They say the Vice President is a heartbeat away from the presidency. Well in the NFL, backup quarterbacks are one play away from starting. That's a scary thought for Packers fans who know just how important Aaron Rodgers is to their Super Bowl aspirations.
Previously, the Packers were set at backup quarterback with Matt Flynn. Yet, he played well enough in limited opportunities to earn a $26 million contract and a shot to start with the Seattle Seahawks. Now, the position has become a big question mark.
Yes, the Packers drafted former Tennessee at Chattanooga quarterback B.J. Coleman in the 7th round of the draft, but that pick is geared more toward the future than the here and now.
Coleman is a big, strong-armed kid who is well worth developing, but there is no way he will be ready to play this year.
Green Bay could have spent an earlier pick on a quarterback who could compete to play right away. Instead, general manager Ted Thompson understandably devoted his first six picks to rebuilding a defense that was among the worst in the NFL last season.
The fact that Thompson waited until Round 7 to address the quarterback position confirmed that the Packers will go into the 2012 season with Graham Harrell as their primary backup.
Harrell went undrafted following a prolific college career at Texas Tech where he threw for 15,793 yards, completed 69% of his passes and had 134 touchdowns compared to just 34 interceptions in three seasons as a starter. He must have the complete confidence of head coach Mike McCarthy and Thompson because they have shown little interest in veteran alternatives.
After being out of the NFL in 2009, Harrell tried out for the Packers in May of 2010 and eventually found his way onto the practice squad before being promoted to the active roster late in 2010.
Last preseason, Harrell got his first extended action with Green Bay and performed admirably. In four games, he attempted 57 passes completing 33 (equal to 57.9%) to go along with two touchdowns and one interception.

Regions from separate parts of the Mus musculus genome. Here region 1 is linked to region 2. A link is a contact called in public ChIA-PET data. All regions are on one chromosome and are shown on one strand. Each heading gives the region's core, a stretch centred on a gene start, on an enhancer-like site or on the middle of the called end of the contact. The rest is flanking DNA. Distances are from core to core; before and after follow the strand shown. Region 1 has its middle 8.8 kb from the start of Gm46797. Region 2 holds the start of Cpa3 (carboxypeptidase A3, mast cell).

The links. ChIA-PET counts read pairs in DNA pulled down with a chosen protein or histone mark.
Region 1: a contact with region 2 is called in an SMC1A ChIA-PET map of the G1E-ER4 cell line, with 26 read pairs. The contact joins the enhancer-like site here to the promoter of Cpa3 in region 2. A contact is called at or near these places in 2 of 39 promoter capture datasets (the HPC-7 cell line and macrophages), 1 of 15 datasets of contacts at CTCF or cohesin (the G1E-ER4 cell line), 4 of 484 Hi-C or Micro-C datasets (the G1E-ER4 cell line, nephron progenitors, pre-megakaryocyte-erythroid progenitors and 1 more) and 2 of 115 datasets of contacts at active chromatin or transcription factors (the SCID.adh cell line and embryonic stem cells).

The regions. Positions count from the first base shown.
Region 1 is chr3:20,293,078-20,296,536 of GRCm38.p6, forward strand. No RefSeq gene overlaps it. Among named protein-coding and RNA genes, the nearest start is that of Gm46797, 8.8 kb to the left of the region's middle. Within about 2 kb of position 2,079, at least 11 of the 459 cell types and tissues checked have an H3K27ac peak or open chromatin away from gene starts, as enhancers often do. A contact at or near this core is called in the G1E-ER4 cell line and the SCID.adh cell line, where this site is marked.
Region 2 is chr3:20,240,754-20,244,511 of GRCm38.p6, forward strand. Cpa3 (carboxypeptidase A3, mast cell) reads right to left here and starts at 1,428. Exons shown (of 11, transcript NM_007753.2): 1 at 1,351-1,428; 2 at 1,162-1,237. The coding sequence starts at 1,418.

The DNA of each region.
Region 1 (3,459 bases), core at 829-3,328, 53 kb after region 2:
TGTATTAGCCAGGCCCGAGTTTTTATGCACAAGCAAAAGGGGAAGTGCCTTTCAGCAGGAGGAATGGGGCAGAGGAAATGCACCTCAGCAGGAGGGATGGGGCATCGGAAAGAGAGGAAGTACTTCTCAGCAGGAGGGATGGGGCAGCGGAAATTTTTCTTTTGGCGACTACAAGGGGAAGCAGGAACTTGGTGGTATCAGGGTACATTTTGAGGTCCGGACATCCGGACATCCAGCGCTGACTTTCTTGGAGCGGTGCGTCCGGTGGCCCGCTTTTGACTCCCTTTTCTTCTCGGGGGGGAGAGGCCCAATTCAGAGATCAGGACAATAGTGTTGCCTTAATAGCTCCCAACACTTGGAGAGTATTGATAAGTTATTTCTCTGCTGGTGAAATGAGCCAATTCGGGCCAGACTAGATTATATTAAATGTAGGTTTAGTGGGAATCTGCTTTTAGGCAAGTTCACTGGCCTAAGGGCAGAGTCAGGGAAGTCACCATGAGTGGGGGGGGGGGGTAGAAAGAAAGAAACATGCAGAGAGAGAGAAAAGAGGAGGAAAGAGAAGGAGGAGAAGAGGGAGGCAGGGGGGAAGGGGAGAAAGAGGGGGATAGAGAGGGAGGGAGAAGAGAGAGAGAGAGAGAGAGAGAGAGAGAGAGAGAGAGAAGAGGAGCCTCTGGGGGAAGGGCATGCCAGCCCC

Overall, Harrell was impressive enough to earn McCarthy's trust as he showed enough accuracy and arm strength to play quarterback in the NFL despite being hesitant at times with his decision making.
The third-year pro has adequate size for the position at 6'2" 215 pounds, throws an accurate ball and has benefited greatly from the tutelage of not only McCarthy, who is among the best in the NFL at developing quarterbacks, but Rodgers as well, who's expressed nothing but confidence in Harrell.
After all, former backup Matt Flynn once came to Green Bay as an unheralded seventh round pick. Scouts gave him little chance to succeed in the NFL but thanks in part to McCarthy, he developed into a starting caliber quarterback.
So, can Harrell follow in Flynn's footsteps and become the next great backup quarterback in Green Bay?
McCarthy certainly believes he can and with this record of accomplishment when it comes to quarterbacks, he deserves the benefit of the doubt.
However, that does not change the fact that naming Harrell the backup to Rodgers is an inherent risk because Harrell has yet to attempt a pass in the regular season.
The expectations in Green Bay are extremely high entering this season and if something were to happen to Rodgers then it will be upon Harrell's shoulders to pick up the slack. If he cannot and it costs the Packers a chance at the Super Bowl then McCarthy and Thompson will have no one to blame but themselves.